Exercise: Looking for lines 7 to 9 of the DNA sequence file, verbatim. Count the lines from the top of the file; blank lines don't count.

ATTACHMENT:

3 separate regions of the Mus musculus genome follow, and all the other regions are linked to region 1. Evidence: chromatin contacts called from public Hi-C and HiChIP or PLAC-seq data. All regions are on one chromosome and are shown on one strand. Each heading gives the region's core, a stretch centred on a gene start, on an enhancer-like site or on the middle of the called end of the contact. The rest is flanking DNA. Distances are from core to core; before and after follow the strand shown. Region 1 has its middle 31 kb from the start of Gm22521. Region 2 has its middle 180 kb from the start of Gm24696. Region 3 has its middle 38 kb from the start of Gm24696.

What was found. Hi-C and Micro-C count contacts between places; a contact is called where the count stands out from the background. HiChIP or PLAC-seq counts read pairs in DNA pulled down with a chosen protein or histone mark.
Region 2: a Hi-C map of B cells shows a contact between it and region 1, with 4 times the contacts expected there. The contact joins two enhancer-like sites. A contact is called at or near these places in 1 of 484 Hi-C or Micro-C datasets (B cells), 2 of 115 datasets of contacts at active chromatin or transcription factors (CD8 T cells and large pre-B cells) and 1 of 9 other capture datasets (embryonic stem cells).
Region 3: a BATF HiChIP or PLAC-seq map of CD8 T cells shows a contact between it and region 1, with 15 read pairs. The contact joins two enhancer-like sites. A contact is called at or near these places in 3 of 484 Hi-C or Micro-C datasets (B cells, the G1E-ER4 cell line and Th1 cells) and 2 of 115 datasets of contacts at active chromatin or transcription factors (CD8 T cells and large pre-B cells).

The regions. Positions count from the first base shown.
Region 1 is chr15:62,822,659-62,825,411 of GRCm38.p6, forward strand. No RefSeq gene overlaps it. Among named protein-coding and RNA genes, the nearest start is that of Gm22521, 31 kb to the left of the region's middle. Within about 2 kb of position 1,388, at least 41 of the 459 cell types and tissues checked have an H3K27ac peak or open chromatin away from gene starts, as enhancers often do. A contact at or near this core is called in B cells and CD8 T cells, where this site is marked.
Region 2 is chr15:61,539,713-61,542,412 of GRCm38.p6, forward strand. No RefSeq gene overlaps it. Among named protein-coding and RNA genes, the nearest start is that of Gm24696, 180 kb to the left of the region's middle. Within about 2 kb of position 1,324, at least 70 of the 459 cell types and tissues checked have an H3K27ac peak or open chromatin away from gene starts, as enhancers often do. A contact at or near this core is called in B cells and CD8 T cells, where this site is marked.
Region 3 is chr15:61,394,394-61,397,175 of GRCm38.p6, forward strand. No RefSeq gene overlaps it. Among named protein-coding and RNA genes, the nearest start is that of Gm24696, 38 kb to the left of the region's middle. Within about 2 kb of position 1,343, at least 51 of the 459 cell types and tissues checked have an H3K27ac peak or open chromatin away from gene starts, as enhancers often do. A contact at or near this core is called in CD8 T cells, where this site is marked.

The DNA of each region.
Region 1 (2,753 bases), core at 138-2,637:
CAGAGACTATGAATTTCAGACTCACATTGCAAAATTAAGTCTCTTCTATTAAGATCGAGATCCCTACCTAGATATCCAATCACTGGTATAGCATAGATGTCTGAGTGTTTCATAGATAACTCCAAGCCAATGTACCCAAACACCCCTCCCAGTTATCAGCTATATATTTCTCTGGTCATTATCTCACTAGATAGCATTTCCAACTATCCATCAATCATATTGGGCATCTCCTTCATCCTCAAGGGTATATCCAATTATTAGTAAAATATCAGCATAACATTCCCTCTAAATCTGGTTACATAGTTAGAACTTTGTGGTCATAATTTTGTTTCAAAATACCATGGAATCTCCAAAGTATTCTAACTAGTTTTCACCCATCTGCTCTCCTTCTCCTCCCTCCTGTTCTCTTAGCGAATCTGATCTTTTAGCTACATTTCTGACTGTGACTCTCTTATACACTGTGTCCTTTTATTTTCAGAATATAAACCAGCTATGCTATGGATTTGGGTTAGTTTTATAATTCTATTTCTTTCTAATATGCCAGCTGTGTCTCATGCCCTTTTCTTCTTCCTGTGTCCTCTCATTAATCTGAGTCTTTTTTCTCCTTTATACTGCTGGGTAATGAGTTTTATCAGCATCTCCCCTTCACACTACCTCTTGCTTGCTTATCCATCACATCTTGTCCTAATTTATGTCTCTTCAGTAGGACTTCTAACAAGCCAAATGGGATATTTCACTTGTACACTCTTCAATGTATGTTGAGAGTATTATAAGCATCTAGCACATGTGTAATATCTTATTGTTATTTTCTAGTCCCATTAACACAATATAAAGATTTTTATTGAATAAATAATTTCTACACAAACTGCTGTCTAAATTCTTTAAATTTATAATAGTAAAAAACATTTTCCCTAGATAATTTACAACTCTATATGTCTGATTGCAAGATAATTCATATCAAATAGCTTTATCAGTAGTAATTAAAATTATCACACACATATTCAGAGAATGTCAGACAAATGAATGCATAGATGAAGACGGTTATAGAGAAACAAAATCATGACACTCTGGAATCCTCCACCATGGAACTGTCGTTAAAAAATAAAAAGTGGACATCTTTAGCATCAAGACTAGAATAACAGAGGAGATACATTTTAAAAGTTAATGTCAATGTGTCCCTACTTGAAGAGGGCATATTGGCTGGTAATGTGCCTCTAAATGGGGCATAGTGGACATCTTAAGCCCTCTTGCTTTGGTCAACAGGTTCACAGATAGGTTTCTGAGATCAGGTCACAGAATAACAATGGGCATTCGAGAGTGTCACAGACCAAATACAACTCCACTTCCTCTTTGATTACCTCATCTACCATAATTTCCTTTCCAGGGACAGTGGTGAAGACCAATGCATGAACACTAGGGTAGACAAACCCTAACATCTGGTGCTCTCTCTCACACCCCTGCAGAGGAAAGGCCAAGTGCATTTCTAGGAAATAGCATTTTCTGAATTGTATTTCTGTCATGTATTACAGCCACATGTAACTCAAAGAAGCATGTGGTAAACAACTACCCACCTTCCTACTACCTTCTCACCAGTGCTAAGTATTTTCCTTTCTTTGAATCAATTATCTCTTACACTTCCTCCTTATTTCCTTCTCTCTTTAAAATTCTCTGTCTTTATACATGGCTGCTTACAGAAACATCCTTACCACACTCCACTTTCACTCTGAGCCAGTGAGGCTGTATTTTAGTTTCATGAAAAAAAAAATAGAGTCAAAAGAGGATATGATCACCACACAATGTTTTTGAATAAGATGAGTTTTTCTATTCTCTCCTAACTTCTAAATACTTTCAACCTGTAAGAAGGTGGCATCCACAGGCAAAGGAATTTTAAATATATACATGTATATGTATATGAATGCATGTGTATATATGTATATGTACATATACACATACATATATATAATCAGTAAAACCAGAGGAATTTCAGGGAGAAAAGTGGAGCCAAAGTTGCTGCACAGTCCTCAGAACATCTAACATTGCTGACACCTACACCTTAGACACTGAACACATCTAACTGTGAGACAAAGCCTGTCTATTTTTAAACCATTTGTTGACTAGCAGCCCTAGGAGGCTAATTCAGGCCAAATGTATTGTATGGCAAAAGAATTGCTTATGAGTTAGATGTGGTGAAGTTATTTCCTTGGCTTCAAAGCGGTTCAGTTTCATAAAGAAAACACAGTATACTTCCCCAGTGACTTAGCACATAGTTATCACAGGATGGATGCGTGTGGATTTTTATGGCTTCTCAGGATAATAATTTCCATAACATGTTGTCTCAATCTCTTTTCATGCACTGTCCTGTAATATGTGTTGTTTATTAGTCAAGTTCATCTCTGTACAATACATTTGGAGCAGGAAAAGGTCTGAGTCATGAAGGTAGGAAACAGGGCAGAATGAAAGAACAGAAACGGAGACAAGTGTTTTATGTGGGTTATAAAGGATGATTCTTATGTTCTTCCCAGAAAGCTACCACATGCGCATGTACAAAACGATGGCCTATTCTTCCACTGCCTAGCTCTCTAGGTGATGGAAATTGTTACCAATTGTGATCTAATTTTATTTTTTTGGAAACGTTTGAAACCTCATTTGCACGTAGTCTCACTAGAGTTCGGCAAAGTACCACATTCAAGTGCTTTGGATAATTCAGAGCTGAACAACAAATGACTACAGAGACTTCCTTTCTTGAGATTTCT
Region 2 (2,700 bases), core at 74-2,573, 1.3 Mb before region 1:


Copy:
Region 2 is chr15:61,539,713-61,542,412 of GRCm38.p6, forward strand. No RefSeq gene overlaps it. Among named protein-coding and RNA genes, the nearest start is that of Gm24696, 180 kb to the left of the region's middle. Within about 2 kb of position 1,324, at least 70 of the 459 cell types and tissues checked have an H3K27ac peak or open chromatin away from gene starts, as enhancers often do. A contact at or near this core is called in B cells and CD8 T cells, where this site is marked.
Region 3 is chr15:61,394,394-61,397,175 of GRCm38.p6, forward strand. No RefSeq gene overlaps it. Among named protein-coding and RNA genes, the nearest start is that of Gm24696, 38 kb to the left of the region's middle. Within about 2 kb of position 1,343, at least 51 of the 459 cell types and tissues checked have an H3K27ac peak or open chromatin away from gene starts, as enhancers often do. A contact at or near this core is called in CD8 T cells, where this site is marked.

The DNA of each region.